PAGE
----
“I was amazed at how little I, as a freshman, knew about how state government actually operates.”

But by his second legislative session, he was pushing a bill to change the state’s Department of Economic Security into the Department of Jobs and Training. The idea came Allen Sigafus, then the assistant director of human services for Blue Earth County.

“He had made the case to me that our welfare system was far too much oriented in handing out money and wasn’t oriented enough in helping people become employed,” Quist said.

It became law, largely because Quist and the Perpich administration could work together, he said. “We immediately formed a coalition because the Perpich administration wanted to do the same thing.”

The legislation didn’t bring the dramatic transformation in welfare programs he sought because federal law also needed to change, something that didn’t happen for another decade, Quist said.

Still, he said his success with that 1984 bill demonstrates his legislative skills and can be duplicated in changing how Medicaid is administered in Minnesota. He also predicts that implementation of the federal Affordable Care Act is going to be problematic and that he will be able to offer potential solutions — even in a DFL House.

Talking taxes, energy

Quist opposes any tax increases aimed at eliminating the state’s projected $1.1 billion budget shortfall, instead supporting spending reductions. On other fiscal issues, he said he isn’t rigid in his positions.

Quist said he could probably support a higher income tax on top earners if the revenue was used to boost the size of the exemption on the Minnesota estate tax — a tax he said is hitting average farms hard because it hasn’t kept pace with inflation in land prices.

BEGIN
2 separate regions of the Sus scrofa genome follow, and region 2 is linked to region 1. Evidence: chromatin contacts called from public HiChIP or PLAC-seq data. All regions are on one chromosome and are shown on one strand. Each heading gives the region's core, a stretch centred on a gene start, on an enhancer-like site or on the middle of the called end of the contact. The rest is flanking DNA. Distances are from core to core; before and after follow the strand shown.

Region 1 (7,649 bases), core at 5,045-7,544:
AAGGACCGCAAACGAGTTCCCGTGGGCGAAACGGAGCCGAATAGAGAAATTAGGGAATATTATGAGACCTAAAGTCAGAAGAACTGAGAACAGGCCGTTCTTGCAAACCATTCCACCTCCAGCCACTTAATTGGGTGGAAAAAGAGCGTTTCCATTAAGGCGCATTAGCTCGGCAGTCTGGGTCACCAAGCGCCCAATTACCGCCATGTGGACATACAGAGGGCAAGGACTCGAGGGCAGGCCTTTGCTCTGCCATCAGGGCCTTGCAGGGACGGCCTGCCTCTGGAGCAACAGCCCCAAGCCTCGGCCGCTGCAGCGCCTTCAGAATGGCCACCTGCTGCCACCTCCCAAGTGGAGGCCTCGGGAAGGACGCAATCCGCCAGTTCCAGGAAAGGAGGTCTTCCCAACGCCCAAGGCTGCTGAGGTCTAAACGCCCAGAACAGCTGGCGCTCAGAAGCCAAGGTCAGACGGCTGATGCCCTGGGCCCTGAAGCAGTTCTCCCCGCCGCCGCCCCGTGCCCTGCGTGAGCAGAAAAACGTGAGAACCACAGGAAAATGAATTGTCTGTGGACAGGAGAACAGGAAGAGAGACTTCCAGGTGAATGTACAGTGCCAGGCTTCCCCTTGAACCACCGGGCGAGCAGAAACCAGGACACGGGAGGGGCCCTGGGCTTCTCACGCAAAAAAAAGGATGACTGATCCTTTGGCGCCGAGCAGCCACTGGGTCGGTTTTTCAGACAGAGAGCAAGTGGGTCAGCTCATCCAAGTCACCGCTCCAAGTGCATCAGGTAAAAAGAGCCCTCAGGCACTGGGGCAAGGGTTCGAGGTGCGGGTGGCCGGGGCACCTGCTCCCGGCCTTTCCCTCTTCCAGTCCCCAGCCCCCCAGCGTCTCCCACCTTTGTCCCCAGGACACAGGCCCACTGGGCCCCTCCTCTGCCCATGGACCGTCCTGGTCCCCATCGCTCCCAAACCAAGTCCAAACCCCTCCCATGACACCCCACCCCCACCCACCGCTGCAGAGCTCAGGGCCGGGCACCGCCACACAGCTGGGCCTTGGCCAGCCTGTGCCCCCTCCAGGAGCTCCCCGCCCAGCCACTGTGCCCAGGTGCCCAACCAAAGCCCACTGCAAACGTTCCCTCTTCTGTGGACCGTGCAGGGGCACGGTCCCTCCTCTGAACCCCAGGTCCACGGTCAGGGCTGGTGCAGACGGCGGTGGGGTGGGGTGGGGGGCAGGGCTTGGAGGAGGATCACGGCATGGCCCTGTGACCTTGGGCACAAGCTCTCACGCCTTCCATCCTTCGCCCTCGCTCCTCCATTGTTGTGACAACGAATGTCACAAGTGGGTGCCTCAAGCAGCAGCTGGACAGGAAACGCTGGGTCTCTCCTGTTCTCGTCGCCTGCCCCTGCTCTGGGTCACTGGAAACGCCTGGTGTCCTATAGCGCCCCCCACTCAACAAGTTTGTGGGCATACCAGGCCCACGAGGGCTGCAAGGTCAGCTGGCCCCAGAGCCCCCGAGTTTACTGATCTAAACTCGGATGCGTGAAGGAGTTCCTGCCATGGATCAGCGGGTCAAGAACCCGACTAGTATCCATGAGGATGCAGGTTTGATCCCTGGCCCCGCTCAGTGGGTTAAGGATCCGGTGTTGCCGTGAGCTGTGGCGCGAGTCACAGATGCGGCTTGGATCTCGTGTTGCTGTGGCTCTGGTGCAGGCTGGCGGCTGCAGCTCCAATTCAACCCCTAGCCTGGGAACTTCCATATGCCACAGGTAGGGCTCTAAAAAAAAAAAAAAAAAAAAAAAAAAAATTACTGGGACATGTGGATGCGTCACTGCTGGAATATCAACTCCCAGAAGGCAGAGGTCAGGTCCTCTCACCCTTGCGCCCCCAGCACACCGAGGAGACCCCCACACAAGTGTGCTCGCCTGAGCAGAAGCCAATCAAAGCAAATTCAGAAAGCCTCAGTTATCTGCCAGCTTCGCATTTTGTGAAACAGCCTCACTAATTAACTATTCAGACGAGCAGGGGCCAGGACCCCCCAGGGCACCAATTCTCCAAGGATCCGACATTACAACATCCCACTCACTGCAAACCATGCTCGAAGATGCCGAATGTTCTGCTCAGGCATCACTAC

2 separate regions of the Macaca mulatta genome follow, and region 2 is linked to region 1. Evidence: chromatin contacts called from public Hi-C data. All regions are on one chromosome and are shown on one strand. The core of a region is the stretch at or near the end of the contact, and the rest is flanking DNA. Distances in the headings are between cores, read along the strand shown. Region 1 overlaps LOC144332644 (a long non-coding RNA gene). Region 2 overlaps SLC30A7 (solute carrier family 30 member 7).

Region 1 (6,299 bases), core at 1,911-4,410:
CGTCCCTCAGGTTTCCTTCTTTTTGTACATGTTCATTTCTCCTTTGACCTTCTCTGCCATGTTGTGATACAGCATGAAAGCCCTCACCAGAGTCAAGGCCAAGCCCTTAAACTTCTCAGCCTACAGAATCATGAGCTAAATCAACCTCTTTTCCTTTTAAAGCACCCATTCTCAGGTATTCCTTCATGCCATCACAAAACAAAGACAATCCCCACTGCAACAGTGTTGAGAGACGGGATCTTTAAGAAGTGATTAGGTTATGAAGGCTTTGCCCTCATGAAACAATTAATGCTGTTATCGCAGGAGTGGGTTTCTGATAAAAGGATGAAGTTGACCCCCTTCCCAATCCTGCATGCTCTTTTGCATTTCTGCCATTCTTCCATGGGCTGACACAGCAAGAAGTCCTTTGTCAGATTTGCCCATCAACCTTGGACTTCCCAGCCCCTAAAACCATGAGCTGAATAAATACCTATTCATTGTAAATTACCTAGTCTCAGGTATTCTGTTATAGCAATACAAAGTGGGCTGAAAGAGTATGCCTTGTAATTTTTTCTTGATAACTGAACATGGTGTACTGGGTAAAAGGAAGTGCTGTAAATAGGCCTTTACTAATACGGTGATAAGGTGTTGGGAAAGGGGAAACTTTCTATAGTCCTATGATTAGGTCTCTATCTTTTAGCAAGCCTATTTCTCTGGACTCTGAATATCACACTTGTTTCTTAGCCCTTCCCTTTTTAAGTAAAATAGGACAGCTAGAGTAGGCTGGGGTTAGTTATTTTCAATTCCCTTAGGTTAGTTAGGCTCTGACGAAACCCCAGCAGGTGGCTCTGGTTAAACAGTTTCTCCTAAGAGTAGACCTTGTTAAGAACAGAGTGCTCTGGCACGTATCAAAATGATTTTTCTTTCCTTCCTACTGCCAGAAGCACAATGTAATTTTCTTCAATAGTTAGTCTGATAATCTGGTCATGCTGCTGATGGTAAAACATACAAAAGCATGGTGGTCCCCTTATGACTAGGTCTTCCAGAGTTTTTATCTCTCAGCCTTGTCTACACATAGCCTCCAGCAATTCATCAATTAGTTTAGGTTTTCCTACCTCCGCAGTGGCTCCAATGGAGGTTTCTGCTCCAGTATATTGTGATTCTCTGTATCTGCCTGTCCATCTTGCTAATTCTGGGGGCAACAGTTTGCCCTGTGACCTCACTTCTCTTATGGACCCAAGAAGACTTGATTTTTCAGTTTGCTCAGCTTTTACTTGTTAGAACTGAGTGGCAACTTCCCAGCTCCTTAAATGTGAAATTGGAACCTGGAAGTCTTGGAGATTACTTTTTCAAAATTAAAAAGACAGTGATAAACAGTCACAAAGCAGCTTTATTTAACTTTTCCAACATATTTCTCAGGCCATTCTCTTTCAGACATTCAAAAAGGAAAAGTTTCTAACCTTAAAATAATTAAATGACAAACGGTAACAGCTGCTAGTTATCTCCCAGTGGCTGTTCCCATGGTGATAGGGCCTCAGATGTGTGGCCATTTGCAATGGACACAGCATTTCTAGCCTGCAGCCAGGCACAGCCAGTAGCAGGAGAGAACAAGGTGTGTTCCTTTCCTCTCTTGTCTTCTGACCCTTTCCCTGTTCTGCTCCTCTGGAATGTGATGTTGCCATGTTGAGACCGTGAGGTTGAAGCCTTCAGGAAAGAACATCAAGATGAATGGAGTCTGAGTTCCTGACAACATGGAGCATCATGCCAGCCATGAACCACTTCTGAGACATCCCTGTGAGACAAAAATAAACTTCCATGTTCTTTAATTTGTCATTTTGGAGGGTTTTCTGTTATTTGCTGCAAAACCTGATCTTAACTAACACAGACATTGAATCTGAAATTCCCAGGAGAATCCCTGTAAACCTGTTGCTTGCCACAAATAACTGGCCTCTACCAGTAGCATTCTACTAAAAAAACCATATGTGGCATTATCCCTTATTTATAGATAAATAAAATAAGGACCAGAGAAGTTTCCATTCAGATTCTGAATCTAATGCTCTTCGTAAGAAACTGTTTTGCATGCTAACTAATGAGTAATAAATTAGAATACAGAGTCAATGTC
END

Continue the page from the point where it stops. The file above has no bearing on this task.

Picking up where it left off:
He said he would push to make sure District 19A gets its share of state bonding projects and would push for improvements to Highway 14, particularly a safety upgrade of the intersection of Highways 14 and 111 in Nicollet.

Quist opposes the state’s renewable energy mandate, which requires even rural electric co-ops to produce 25 percent of their electricity from sources such as wind turbines.

“I’d really like to see if we can’t roll that back because that’s really driving up the cost of electricity for farms and homeowners and businesses,” said Quist, who doesn’t believe global warming is caused by power plants and other human activity.

He would argue against state budget increases for all-day kindergarten and pre-kindegarten education programs, seeing little lasting academic benefit from those programs. Instead, more resources should be directed to gifted and talented students, said Quist, who believes those students have been shortchanged by the federal education policy.

While Quist said he supports property tax relief and the concept of state aid for outstate cities to ease property tax burdens, he isn’t sure the state can afford it unless savings can be found in the budget.

“The question is, were are you going to get the money?” he said. “Would I support increasing the sales tax to do that? Probably not.”

The Free Press published profiles on candidates Tim Gieseke in Thursday's edition and Clark Johnson in Friday's edition. Both stories are also on this website.